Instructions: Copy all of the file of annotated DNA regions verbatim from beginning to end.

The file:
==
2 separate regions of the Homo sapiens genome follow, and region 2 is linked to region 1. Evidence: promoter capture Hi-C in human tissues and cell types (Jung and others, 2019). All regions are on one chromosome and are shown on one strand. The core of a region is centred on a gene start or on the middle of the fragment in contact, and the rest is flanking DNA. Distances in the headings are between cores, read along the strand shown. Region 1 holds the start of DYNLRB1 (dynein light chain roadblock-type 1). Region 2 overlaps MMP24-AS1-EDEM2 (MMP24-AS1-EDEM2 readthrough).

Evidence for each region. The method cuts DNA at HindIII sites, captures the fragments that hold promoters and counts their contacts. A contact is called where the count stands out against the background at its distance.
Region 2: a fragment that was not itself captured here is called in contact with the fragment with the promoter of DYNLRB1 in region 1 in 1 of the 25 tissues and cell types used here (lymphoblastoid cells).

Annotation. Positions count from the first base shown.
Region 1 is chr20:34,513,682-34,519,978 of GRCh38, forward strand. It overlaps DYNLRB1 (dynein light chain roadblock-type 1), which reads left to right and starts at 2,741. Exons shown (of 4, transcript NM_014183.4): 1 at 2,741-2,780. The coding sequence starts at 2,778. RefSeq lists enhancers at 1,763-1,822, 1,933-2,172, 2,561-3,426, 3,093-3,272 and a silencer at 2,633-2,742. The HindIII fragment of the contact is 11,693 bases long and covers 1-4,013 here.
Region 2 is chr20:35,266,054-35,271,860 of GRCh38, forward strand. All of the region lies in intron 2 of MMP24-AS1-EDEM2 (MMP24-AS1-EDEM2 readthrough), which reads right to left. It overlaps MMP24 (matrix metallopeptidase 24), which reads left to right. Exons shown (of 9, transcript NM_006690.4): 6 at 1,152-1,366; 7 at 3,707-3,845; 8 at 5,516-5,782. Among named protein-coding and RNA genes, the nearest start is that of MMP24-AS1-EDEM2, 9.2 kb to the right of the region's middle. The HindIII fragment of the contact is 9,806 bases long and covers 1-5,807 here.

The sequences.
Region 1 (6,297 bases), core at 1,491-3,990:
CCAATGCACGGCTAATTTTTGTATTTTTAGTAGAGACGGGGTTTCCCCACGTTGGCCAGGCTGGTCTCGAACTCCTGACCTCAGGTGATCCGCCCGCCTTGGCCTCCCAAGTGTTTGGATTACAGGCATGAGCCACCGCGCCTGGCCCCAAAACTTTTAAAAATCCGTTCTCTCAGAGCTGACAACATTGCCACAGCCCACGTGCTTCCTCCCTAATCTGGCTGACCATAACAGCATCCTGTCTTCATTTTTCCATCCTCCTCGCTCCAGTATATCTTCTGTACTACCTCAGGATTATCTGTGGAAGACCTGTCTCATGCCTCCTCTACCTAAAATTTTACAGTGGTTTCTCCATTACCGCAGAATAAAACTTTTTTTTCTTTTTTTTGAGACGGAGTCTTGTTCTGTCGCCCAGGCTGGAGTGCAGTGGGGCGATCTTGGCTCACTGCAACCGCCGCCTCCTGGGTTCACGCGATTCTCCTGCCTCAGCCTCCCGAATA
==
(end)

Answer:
2 separate regions of the Homo sapiens genome follow, and region 2 is linked to region 1. Evidence: promoter capture Hi-C in human tissues and cell types (Jung and others, 2019). All regions are on one chromosome and are shown on one strand. The core of a region is centred on a gene start or on the middle of the fragment in contact, and the rest is flanking DNA. Distances in the headings are between cores, read along the strand shown. Region 1 holds the start of DYNLRB1 (dynein light chain roadblock-type 1). Region 2 overlaps MMP24-AS1-EDEM2 (MMP24-AS1-EDEM2 readthrough).

Evidence for each region. The method cuts DNA at HindIII sites, captures the fragments that hold promoters and counts their contacts. A contact is called where the count stands out against the background at its distance.
Region 2: a fragment that was not itself captured here is called in contact with the fragment with the promoter of DYNLRB1 in region 1 in 1 of the 25 tissues and cell types used here (lymphoblastoid cells).

Annotation. Positions count from the first base shown.
Region 1 is chr20:34,513,682-34,519,978 of GRCh38, forward strand. It overlaps DYNLRB1 (dynein light chain roadblock-type 1), which reads left to right and starts at 2,741. Exons shown (of 4, transcript NM_014183.4): 1 at 2,741-2,780. The coding sequence starts at 2,778. RefSeq lists enhancers at 1,763-1,822, 1,933-2,172, 2,561-3,426, 3,093-3,272 and a silencer at 2,633-2,742. The HindIII fragment of the contact is 11,693 bases long and covers 1-4,013 here.
Region 2 is chr20:35,266,054-35,271,860 of GRCh38, forward strand. All of the region lies in intron 2 of MMP24-AS1-EDEM2 (MMP24-AS1-EDEM2 readthrough), which reads right to left. It overlaps MMP24 (matrix metallopeptidase 24), which reads left to right. Exons shown (of 9, transcript NM_006690.4): 6 at 1,152-1,366; 7 at 3,707-3,845; 8 at 5,516-5,782. Among named protein-coding and RNA genes, the nearest start is that of MMP24-AS1-EDEM2, 9.2 kb to the right of the region's middle. The HindIII fragment of the contact is 9,806 bases long and covers 1-5,807 here.

The sequences.
Region 1 (6,297 bases), core at 1,491-3,990:
CCAATGCACGGCTAATTTTTGTATTTTTAGTAGAGACGGGGTTTCCCCACGTTGGCCAGGCTGGTCTCGAACTCCTGACCTCAGGTGATCCGCCCGCCTTGGCCTCCCAAGTGTTTGGATTACAGGCATGAGCCACCGCGCCTGGCCCCAAAACTTTTAAAAATCCGTTCTCTCAGAGCTGACAACATTGCCACAGCCCACGTGCTTCCTCCCTAATCTGGCTGACCATAACAGCATCCTGTCTTCATTTTTCCATCCTCCTCGCTCCAGTATATCTTCTGTACTACCTCAGGATTATCTGTGGAAGACCTGTCTCATGCCTCCTCTACCTAAAATTTTACAGTGGTTTCTCCATTACCGCAGAATAAAACTTTTTTTTCTTTTTTTTGAGACGGAGTCTTGTTCTGTCGCCCAGGCTGGAGTGCAGTGGGGCGATCTTGGCTCACTGCAACCGCCGCCTCCTGGGTTCACGCGATTCTCCTGCCTCAGCCTCCCGAATA